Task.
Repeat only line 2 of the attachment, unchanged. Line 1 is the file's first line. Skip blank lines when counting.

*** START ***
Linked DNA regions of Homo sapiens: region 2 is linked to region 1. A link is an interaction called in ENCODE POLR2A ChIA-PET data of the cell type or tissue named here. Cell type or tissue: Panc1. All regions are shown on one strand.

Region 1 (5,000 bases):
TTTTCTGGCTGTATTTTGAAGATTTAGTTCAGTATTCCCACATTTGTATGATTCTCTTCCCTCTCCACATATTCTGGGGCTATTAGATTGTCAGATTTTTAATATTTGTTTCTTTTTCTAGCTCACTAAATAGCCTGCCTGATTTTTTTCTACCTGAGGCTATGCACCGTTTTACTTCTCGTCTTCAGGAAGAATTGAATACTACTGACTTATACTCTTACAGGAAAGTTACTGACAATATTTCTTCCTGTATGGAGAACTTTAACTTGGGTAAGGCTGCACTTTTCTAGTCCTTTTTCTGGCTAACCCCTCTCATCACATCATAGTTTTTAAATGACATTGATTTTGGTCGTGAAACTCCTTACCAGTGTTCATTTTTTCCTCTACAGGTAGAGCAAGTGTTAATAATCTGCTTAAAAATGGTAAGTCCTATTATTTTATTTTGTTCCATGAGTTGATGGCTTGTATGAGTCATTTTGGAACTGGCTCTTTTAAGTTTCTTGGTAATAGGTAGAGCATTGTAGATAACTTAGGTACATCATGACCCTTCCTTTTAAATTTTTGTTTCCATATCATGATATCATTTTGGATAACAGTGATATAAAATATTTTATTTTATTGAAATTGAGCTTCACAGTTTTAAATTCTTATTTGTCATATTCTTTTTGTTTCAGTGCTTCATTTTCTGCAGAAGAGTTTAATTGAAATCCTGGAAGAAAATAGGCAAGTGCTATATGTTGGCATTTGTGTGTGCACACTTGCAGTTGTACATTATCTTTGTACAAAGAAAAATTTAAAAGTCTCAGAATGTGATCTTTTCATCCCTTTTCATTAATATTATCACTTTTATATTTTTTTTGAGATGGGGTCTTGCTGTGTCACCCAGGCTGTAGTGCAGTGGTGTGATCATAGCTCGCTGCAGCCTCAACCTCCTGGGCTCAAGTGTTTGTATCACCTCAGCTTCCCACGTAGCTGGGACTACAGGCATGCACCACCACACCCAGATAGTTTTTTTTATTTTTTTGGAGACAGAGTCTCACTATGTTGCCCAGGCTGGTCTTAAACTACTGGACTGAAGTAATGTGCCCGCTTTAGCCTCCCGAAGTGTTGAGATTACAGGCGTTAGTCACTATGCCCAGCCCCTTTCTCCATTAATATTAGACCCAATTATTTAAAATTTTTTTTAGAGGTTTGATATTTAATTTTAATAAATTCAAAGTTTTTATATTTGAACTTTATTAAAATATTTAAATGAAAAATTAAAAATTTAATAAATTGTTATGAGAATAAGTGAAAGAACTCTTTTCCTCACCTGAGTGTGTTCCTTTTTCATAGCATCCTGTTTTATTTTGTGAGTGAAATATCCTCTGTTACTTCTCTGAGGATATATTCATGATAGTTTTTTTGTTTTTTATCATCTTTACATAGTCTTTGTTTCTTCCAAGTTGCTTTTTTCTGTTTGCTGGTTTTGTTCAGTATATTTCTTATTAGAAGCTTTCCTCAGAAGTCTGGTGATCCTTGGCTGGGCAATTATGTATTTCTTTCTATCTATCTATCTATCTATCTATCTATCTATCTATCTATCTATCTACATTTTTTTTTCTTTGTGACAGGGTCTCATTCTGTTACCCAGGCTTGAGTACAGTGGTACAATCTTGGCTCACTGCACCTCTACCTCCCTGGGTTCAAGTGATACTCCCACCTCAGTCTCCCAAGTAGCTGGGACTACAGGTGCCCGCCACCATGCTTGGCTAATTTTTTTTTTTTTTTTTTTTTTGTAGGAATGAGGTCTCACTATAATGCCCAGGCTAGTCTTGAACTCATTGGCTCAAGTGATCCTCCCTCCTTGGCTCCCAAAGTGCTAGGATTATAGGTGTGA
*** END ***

Region 1 (5,000 bases):